Rules are rules, and NHL players can’t gamble on NHL games according to the current CBA – whether it’s on their own game or otherwise. That said, there’s no evidence or anything from the available information surrounding Pinto’s case to suggest that’s what actually happened.

At the end of the day, will a sports gambling suspension of this severity tick off any partners and negatively affect current and future business deals? It’s definitely possible.

The secrecy around the nature of the offence is somewhat fishy, as well as the league not looping in the Senators on the investigation in any capacity until it was essentially a done deal. At least, to our knowledge.

If Pinto didn’t bet on any NHL games in particular, is he really in the wrong? If he is, should the suspension be this harsh when he has no effect on the outcome of other sports whatsoever?

Given the recent onslaught of sports gambling segments and commercials during NHL broadcasts, shouldn’t the NHL be celebrating the idea of a potential bonus ambassador in Pinto? After all, the pro athlete ad ban doesn’t go into effect until February.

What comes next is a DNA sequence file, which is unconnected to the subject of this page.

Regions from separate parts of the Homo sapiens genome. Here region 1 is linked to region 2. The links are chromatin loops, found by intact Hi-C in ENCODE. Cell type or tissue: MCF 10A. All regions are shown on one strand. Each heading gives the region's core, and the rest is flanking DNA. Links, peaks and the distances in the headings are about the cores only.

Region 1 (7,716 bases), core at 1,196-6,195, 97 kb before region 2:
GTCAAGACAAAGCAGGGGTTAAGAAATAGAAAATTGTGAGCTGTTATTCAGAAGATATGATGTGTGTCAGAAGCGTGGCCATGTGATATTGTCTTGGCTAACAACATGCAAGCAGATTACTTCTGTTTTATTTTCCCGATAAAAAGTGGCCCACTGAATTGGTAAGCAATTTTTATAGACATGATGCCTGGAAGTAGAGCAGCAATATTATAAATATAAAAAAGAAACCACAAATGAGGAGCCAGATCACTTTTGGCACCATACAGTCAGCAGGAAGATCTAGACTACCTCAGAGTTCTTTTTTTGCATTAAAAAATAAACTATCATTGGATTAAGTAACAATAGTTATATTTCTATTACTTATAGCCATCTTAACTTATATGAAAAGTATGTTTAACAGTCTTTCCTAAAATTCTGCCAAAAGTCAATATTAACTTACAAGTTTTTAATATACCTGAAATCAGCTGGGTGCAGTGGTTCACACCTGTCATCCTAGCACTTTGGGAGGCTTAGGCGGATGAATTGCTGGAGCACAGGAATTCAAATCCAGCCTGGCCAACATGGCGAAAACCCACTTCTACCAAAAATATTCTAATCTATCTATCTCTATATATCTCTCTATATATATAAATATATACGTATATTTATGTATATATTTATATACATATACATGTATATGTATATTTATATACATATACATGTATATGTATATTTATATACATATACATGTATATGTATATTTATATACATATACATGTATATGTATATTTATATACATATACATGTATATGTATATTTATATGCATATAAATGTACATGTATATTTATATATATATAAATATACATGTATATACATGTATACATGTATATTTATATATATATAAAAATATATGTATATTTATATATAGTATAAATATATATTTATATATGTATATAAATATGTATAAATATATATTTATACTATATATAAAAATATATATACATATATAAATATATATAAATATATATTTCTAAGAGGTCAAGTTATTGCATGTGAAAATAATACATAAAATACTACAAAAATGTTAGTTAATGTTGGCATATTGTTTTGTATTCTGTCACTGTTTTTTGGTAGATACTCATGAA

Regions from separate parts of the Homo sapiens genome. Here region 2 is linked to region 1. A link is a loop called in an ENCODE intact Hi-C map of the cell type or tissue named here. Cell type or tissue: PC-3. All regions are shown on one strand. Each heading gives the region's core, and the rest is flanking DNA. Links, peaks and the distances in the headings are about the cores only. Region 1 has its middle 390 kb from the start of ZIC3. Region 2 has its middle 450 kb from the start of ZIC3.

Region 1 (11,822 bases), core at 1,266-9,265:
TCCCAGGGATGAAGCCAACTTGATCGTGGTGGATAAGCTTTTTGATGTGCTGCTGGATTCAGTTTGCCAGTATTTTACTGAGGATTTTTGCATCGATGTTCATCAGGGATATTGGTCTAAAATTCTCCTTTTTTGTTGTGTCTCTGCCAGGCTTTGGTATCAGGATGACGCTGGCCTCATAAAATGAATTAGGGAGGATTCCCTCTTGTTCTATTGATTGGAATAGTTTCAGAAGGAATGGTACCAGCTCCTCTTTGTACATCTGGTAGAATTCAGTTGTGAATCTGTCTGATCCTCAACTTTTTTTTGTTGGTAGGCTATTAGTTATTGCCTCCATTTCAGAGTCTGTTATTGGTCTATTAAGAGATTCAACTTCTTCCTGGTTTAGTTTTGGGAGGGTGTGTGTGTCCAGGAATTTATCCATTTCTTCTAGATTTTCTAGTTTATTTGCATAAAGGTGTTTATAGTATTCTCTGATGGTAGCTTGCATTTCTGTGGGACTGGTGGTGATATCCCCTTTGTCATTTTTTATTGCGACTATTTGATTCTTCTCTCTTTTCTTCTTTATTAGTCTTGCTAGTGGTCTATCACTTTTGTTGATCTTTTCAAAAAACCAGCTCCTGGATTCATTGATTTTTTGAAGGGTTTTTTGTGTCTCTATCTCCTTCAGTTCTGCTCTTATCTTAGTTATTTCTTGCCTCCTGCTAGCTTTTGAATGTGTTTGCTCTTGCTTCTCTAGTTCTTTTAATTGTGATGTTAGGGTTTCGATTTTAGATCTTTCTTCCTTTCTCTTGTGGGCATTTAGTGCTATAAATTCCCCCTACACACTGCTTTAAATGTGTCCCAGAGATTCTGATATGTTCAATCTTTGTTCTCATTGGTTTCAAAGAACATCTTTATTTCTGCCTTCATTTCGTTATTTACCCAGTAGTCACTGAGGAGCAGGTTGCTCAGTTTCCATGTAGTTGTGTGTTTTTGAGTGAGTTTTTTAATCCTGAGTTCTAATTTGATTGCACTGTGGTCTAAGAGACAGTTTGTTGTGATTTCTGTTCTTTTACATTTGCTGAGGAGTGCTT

Conversely, there’s the chance Pinto did something worse than what is being described. That could explain why he was so willing to apologize without appeal, and why the NHLPA didn’t fight back harder on the 41-game length.

Regardless of what the situation is, the ambiguity allows for speculation and it would have made a lot more sense for the NHL to offer a clearer explanation as to what has occurred.

Have Other NHL Players Ever Been Penalized for Sports Gambling?

Pinto is actually the first NHL player suspended for a gambling-related offence since 1948.[3] At that time, then-NHL President Clarence Campbell banned two players for life – Billy Taylor and Don Gallinger.

Campbell had apparently obtained conclusive evidence that Taylor had placed a bet on his own team earlier that year. He had actually lost the bet, and doubled down by subsequently losing his career.

Gallinger was also banned for the same offence, as he and Taylor had a mutual connection in known Detroit-area criminal James Tamer – who had apparently facilitated the betting.